I encountered an example in lambda calculus:

$$(\lambda x.(\lambda y.(xy))x)(\lambda z.w)$$

Now, can I apply the second parenthesis to $\lambda x$? Then

$$(\lambda x.(\lambda y.(xy))x)(\lambda z.w) \rightarrow^{\beta} (\lambda y.(xy))(\lambda z.w)$$ But should I also change the $x$ in the other expression? It's free in this expression and I don't know if this is completely different $x$ and I should rename it or it's the $x$ from the first one.

If I do this the other way:

$$(\lambda x.(\lambda y.(xy))x)(\lambda z.w) \rightarrow^{\beta} (\lambda x.(xx))(\lambda z.w) \rightarrow^{\beta} ...$$

Still don't know about the $x$.


1 Answer 1


Your first attempt of $\beta$-step is not correct. Indeed, in the term $$ (\color{red}{\lambda x}.(\lambda y.(\color{red}{x}y))\color{red}{x})(\lambda z.w) $$

the binder $\lambda x$ binds all the free occurrences of $x$ in the body of the abstraction, i.e., in $\lambda y.(\color{red}{x}y)\color{red}{x}$, which means that both occurrences of $x$ in $\mathrm{\color{red}{red}}$ are bound to $\lambda x$. As a consequence, when you fire the $\beta$-redex $(\lambda x. ...)(\lambda z.w)$, both occurrences of $x$ in $\lambda y.(\color{red}{x}y)\color{red}{x}$ must be replaced by $\lambda z.w$. Summing up, a correct $\beta$-step is the following:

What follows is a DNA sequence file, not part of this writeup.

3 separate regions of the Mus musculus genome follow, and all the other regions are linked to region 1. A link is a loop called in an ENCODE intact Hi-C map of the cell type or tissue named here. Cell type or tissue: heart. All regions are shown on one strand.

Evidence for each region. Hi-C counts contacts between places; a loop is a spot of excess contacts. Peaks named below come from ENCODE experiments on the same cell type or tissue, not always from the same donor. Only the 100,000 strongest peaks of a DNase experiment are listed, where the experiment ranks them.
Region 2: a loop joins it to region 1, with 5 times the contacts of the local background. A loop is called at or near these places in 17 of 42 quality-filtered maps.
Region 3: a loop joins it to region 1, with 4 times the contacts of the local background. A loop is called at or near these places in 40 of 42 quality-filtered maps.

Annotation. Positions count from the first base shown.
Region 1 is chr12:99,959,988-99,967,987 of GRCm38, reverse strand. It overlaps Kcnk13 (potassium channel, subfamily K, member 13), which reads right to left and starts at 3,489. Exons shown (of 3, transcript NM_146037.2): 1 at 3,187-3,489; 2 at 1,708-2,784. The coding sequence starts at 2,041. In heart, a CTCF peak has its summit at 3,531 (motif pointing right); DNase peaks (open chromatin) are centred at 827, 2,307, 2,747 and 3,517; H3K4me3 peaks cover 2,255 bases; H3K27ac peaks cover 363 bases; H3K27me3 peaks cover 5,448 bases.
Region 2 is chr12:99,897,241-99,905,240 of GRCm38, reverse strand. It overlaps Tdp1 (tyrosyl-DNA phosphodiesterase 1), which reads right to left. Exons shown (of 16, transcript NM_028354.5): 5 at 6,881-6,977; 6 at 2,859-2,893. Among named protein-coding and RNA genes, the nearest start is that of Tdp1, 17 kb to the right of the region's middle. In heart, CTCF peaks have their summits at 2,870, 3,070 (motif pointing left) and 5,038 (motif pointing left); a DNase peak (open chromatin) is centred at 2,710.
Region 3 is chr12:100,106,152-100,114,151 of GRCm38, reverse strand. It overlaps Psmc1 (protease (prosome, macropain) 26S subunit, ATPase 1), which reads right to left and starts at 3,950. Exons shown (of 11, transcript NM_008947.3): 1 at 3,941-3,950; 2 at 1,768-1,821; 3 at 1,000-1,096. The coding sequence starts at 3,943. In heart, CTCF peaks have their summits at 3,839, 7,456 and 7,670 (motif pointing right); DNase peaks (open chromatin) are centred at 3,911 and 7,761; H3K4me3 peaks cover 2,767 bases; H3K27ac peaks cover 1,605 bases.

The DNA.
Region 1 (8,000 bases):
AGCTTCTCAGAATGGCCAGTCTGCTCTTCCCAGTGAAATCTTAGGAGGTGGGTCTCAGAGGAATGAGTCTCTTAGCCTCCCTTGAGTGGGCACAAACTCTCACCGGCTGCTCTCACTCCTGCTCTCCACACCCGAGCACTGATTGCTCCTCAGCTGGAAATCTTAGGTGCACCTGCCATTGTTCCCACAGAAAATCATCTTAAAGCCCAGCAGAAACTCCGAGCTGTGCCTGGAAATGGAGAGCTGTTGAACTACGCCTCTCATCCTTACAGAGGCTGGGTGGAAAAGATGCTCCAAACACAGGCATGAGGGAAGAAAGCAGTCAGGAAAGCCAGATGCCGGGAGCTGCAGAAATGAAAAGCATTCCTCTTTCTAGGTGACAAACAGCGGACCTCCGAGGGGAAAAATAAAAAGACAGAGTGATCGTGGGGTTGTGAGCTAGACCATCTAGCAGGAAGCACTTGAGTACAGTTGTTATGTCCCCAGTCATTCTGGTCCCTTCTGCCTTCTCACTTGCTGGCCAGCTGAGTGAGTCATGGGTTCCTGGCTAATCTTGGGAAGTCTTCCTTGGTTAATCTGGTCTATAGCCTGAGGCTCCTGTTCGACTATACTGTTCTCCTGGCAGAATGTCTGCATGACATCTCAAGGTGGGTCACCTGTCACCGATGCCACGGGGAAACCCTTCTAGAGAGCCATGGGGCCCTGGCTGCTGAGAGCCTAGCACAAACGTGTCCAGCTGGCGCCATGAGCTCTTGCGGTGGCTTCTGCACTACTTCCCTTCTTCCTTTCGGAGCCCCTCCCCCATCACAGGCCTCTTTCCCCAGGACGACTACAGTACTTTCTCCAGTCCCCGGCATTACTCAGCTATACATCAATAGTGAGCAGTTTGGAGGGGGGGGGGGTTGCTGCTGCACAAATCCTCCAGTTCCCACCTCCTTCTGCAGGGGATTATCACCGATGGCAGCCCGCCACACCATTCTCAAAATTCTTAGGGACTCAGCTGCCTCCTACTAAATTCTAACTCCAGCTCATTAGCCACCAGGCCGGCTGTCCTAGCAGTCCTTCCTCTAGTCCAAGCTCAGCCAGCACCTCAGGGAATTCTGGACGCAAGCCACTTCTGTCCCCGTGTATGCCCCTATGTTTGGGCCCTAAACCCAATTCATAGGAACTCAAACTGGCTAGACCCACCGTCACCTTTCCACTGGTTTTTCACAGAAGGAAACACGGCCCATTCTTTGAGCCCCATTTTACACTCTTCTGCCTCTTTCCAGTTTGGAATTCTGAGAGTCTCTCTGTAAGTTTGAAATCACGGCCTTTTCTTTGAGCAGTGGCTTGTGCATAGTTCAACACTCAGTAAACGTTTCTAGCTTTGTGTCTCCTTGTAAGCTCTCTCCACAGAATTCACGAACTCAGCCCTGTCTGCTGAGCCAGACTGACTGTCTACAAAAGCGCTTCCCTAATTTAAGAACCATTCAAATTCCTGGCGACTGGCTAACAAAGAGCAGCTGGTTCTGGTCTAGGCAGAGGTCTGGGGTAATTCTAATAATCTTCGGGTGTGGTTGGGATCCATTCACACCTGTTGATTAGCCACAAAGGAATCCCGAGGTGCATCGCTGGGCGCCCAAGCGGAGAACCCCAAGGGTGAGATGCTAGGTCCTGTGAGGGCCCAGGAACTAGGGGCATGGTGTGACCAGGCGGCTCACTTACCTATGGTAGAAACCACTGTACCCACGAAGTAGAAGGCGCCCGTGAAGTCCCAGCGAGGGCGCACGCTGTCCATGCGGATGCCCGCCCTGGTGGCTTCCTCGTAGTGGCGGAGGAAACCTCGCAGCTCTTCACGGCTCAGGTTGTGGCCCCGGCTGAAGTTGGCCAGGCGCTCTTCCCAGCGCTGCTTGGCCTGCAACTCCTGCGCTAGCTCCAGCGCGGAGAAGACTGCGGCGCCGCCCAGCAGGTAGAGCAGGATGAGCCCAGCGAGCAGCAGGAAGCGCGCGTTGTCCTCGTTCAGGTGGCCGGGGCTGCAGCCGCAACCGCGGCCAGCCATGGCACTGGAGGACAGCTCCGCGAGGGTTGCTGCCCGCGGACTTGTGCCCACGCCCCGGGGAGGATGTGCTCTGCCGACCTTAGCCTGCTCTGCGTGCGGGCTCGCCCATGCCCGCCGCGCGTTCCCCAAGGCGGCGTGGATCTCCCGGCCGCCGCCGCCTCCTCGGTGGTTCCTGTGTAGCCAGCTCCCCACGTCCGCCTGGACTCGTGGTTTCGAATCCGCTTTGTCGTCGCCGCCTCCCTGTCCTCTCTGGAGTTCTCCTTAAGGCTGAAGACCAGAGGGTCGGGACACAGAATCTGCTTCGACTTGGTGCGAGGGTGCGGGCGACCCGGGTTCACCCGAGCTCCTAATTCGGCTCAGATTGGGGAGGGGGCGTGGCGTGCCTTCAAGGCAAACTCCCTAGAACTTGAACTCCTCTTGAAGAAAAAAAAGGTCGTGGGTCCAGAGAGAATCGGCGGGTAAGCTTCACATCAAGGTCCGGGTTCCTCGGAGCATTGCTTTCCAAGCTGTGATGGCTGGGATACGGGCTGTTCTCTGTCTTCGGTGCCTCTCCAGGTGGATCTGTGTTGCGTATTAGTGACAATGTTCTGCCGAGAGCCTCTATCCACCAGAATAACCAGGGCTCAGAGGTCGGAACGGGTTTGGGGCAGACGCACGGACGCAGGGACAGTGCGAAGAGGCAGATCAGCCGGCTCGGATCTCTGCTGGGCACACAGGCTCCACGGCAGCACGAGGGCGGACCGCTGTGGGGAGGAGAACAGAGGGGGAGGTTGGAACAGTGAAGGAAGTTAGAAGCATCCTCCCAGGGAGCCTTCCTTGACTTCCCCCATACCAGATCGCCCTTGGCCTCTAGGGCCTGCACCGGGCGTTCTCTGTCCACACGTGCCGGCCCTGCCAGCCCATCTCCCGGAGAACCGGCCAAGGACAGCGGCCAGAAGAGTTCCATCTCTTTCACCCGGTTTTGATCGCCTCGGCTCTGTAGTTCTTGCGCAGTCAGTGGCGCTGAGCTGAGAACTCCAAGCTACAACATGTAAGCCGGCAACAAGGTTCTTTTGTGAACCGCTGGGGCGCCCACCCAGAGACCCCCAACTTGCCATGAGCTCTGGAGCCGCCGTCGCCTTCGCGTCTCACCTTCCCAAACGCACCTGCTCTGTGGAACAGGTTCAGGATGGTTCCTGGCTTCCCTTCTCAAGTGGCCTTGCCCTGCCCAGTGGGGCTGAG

$$(\lambda x.(\lambda y.(xy))x)(\lambda z.w) \rightarrow_{\beta} (\lambda y.( (\lambda z.w)y))(\lambda z.w)$$

Your second $\beta$-step is actually correct. If you keep on reducing $\beta$-redexes in whatever order you prefer, you eventually obtain the same term. This property holds in general for the $\lambda$-calculus and it is known as confluence or Church-Rosser. In your example, your final term (obtained by performing $\beta$-reduction with any order) is $w$.


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